International Archives of Occupational and Environmental Health

, Volume 69, Issue 2, pp 139–143

Blood benzene concentrations in workers exposed to oxygenated fuel in Fairbanks, Alaska

Authors

  • R. L. Moolenaar
    • Centers for Disease Control and Prevention (CDC), Mailstop C-08, 1600 Clifton Rd. N.E., Atlanta, GA 30333, USA
  • Brockton J. Hefflin
    • Centers for Disease Control and Prevention (CDC), National Center for Environmental Health, 1600 Clifton Rd. N.E., Mailstop F-39, Atlanta, GA 30333, USA
  • David L. Ashley
    • Centers for Disease Control and Prevention (CDC), National Center for Environmental Health, 1600 Clifton Rd. N.E., Mailstop F-39, Atlanta, GA 30333, USA
  • John P. Middaugh
    • Alaska Department of Health and Social Services, Division of Public Health, Anchorage, AK 99524-0249, USA
  • Ruth A. Etzel
    • Centers for Disease Control and Prevention (CDC), National Center for Environmental Health, 1600 Clifton Rd. N.E., Mailstop F-39, Atlanta, GA 30333, USA
ORIGINAL ARTICLE

DOI: 10.1007/s004200050128

Cite this article as:
Moolenaar, R., Hefflin, B., Ashley, D. et al. Int Arch Occup Environ Health (1996) 69: 139. doi:10.1007/s004200050128

Abstract

Objective: In November 1992 residents of Fairbanks, Alaska became concerned about the potential health effects of an oxygenated fuel program during which 15% (by volume) methyl tertiary butyl ether (MTBE) was added to gasoline. To address those concerns, we earlier completed a survey of occupational exposure to MTBE. We conducted a follow-up survey of workers’ exposure to benzene from gasoline in Fairbanks. Design: Cross-sectional exposure survey. Methods: We examined blood concentrations of benzene from a convenience sample of workers taken in December 1992 during the oxygenated fuel program and from another convenience sample of workers taken in February 1993 after the program was suspended. Results: In December, the median blood benzene concentration of samples taken from four mechanics after their workshift (postshift) was 1.32  μg/l (range, 0.84–2.61 μg/l), and seven nonmechanics (drivers and other garage workers) had a median postshift blood benzene concentration of 0.27 μg/l (range, 0.09– 0.45 μg/l). In February, nine mechanics had a median postshift blood benzene concentration of 1.99 μg/l (range, 0.92–3.23 μg/l), and nine nonmechanics had a median postshift blood benzene concentration of 0.26 μg/l (range, 0.2–0.46 μg/l). Conclusion: Mechanics had higher blood benzene concentrations than did nonmechanics, but further study is needed to determine the impact of the oxygenated fuel program on exposure to benzene.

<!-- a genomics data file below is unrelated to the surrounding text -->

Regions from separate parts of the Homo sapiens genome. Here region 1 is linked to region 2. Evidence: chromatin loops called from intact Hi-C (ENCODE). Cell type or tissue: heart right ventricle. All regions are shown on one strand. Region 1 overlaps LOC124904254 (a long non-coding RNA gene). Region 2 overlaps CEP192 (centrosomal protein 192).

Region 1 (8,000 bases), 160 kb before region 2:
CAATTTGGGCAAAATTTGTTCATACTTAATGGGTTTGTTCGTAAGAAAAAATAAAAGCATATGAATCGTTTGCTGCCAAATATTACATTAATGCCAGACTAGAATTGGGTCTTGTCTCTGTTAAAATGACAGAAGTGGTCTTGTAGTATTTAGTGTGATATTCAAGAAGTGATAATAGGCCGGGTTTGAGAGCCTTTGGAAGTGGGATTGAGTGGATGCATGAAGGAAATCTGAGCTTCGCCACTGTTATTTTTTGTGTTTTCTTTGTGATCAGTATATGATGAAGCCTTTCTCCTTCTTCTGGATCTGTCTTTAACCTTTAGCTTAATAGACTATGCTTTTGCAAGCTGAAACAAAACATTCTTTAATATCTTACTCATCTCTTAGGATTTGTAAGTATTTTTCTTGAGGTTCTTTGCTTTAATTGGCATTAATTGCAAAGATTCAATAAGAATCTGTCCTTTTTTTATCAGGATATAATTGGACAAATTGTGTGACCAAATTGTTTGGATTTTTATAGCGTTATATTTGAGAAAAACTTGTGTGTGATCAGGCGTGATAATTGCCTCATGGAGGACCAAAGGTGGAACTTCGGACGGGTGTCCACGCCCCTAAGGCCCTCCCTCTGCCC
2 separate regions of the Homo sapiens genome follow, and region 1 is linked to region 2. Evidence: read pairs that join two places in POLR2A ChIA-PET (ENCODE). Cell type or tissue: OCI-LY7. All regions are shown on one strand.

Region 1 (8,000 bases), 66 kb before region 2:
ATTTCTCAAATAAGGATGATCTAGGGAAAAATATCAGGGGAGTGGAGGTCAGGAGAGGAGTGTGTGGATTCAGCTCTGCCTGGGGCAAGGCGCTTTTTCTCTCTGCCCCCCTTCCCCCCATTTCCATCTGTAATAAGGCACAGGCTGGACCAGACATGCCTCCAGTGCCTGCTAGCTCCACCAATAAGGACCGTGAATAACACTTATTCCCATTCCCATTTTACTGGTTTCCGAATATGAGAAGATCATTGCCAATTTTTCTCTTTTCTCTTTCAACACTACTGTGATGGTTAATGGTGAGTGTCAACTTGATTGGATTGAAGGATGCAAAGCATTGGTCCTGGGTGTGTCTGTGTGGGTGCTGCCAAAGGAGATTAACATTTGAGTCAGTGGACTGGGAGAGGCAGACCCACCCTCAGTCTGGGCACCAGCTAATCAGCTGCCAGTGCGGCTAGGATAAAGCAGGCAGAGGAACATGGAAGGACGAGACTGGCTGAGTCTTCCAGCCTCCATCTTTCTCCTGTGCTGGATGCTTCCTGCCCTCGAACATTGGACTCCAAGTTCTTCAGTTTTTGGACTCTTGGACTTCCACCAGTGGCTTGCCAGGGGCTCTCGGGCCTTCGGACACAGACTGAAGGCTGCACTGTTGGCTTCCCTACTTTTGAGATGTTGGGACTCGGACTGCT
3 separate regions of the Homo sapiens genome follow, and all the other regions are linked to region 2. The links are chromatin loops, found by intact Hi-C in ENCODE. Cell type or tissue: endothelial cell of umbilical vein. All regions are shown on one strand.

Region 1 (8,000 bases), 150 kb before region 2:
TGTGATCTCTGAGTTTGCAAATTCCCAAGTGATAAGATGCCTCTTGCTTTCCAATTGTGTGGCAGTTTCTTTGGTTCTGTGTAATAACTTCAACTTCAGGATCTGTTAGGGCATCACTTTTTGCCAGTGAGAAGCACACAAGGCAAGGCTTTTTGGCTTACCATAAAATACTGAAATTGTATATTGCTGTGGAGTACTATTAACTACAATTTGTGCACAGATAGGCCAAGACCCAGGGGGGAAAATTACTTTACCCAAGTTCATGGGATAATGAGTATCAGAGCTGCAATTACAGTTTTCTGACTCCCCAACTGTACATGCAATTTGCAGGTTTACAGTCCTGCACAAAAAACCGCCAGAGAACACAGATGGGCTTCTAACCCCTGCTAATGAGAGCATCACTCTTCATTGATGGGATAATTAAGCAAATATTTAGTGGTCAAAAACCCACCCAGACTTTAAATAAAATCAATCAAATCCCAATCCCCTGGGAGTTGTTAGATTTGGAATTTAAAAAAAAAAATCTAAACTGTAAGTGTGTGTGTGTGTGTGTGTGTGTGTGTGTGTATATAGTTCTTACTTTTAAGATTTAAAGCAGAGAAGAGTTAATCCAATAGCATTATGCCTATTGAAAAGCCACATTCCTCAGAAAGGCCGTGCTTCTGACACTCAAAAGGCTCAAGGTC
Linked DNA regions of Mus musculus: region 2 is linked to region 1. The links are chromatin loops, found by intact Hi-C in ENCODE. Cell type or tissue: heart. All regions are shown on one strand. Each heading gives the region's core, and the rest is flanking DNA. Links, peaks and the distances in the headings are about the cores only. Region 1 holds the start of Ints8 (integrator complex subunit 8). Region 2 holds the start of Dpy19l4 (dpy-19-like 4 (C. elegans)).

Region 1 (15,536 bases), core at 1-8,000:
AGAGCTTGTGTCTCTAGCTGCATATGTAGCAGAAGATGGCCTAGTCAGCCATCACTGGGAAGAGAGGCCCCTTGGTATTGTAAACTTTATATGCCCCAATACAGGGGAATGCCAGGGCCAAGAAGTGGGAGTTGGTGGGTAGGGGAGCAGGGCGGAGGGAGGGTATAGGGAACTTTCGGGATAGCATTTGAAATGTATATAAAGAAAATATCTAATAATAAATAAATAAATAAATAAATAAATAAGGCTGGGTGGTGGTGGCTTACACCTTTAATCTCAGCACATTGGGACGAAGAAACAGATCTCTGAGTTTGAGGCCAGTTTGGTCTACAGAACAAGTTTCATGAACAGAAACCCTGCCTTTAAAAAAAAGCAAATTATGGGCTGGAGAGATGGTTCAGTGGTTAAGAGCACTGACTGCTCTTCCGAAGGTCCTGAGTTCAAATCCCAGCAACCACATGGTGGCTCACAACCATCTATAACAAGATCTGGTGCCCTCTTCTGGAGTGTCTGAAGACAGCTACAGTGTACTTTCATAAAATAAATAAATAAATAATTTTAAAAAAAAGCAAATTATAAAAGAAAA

Keywords Benzene Gasoline Occupational Environmental Blood

Copyright information

© Springer-Verlag Berlin Heidelberg 1996